We’ve created similar options in the Equipment section. Like most vendors, we have a preference for certain types of control algorithms. These are not the algorithms that everyone uses, however, so we have devoted considerable effort to researching control algorithms and providing options that cover the most popular alternatives, even if they’re not the algorithms we would recommend. We’ve actually gotten several feedback e-mails from our competitors praising CtrlSpecBuilder, so I think we’ve succeeded in creating an open specification.
Some people have asked why ALC would want to create a specification that didn’t lock users into our product. The answer is that we want engineers to use this tool. If we could put a sole source spec on the Internet and have thousands of engineers use it to specify their projects we would, but the simple fact is that if it locked users into our products it wouldn’t get used. I sometimes use this as an “attention step” when I give talks on CtrlSpecBuilder. I ask the audience how many people are interested in another proprietary control system specification. No one has ever raised their hand. Unfortunately, if CtrlSpecBuilder didn’t exist many engineers would wind up using a proprietary spec out of necessity. There are a lot of proprietary specs to choose from, and if they chose one from our competitors we’d be locked out of the bidding For this reason it’s in our own best interest to keep CtrlSpecBuilder open.
Sinclair: Are privacy issues a big concern?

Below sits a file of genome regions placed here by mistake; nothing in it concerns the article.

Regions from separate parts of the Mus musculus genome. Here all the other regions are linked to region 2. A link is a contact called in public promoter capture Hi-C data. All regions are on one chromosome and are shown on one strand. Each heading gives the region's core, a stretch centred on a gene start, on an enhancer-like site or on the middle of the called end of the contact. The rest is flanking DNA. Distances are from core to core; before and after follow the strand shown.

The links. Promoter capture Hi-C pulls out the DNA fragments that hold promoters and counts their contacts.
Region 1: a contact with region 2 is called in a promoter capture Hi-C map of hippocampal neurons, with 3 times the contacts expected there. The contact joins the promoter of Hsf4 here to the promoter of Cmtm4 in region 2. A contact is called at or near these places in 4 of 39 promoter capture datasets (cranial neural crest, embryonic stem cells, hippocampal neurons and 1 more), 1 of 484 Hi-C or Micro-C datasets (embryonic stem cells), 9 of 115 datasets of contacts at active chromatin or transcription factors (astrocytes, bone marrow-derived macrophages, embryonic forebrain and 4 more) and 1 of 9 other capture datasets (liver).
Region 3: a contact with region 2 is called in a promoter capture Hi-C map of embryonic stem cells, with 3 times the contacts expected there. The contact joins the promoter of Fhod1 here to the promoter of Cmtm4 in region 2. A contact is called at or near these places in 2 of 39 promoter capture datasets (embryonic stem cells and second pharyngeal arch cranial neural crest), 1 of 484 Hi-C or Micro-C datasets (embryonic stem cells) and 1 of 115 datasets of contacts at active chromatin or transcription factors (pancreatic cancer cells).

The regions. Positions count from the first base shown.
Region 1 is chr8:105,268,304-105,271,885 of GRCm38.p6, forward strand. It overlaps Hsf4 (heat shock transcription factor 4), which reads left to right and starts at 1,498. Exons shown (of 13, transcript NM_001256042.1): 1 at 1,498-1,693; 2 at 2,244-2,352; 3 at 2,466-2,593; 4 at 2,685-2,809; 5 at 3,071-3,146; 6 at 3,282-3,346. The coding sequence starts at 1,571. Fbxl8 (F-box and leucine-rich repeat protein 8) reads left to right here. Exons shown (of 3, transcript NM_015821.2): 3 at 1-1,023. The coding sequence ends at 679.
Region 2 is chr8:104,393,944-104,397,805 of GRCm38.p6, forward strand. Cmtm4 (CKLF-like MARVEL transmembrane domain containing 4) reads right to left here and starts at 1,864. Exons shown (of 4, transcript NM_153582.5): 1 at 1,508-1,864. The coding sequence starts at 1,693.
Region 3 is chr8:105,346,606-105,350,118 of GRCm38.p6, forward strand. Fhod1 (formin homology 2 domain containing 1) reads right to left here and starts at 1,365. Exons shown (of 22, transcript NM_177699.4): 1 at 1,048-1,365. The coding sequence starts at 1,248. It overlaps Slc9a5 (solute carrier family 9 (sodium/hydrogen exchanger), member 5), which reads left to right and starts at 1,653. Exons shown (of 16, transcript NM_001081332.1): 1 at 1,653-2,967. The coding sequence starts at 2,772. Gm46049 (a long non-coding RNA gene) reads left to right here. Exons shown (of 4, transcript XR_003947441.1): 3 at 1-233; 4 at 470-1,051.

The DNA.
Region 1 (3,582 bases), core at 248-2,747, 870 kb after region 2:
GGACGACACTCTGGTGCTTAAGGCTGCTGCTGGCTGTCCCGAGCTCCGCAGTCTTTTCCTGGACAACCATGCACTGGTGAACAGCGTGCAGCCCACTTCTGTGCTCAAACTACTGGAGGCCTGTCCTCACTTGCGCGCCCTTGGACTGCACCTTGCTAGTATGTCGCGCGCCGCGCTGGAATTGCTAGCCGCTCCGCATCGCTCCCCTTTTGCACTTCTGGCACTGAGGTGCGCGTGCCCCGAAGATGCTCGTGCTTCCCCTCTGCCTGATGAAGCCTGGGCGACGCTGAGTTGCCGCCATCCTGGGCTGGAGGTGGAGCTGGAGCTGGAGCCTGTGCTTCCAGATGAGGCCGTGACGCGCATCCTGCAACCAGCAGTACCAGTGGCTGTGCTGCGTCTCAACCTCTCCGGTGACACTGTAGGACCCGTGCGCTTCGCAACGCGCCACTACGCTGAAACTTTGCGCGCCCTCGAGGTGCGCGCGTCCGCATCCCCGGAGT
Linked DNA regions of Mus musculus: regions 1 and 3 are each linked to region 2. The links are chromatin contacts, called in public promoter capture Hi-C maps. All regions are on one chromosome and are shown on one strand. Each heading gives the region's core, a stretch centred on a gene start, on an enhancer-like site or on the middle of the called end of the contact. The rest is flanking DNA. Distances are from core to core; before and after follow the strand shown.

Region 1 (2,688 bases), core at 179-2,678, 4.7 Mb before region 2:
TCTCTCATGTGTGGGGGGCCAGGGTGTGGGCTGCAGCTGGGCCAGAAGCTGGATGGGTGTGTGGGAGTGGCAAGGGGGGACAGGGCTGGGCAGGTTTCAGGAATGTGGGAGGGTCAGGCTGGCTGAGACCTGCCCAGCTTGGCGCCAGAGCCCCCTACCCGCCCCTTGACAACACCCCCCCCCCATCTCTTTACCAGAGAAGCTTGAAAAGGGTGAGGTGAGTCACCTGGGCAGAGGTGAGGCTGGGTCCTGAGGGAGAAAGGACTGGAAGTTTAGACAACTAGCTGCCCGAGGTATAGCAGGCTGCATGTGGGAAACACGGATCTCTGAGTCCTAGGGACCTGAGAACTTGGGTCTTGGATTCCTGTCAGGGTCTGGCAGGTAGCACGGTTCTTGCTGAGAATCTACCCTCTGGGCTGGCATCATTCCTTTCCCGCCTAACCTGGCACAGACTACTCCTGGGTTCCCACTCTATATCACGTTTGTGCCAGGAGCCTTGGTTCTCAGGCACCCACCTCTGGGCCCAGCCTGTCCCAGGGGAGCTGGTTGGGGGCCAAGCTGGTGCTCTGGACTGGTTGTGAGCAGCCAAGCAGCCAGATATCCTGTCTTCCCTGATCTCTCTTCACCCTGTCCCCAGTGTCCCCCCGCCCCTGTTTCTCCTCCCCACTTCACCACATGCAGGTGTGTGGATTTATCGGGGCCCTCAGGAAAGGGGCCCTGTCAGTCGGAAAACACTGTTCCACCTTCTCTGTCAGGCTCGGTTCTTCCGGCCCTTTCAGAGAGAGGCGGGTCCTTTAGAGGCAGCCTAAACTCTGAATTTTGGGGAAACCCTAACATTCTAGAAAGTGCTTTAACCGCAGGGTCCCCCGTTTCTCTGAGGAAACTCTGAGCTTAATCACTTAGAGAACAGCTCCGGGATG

Tom: They are with me! I used to work for the Federal Government, and I know if any vendor ever got a copy of a spec I was writing before it was officially released I would have been in big trouble. I know this is important to other engineers as well, so we take privacy very seriously. We use Secure Sockets Layer (SSL) encryption to protect the information you send to or receive from our web site. This is the same security tool used to safeguard credit card transactions at most commercial web sites. Within the CtrlSpecBuilder database itself, the information on which projects belong to which users is encrypted. Even the programmers who created the system cannot see who wrote a particular specification. When we help users troubleshoot a problem with one of their specifications, we have to ask them to log into CtrlSpecBuilder, point their browser to the problem spec, and send us a long cryptic identification key so our programmers can find the specification in question.
There’s another privacy issue that’s almost as important, and that’s protecting the user against unwanted e-mail and sales calls. There are times when we want to contact our users to inform them of upcoming downtime or inform them of changes to the site, so we give our users the option of signing up for a CtrlSpecBuilder newsletter. This user database obviously has significant marketing potential, but we realize that if we ever used it for anything other than “official CtrlSpecBuilder business” we’d lose our customers in droves. That’s why we promise never to use this contact list for sales or marketing purposes. Even our own Director of Marketing, who’s as dedicated and devious as anyone in the business, knows it’s in her own best interest to safeguard this database.
Sinclair: How has the site been received?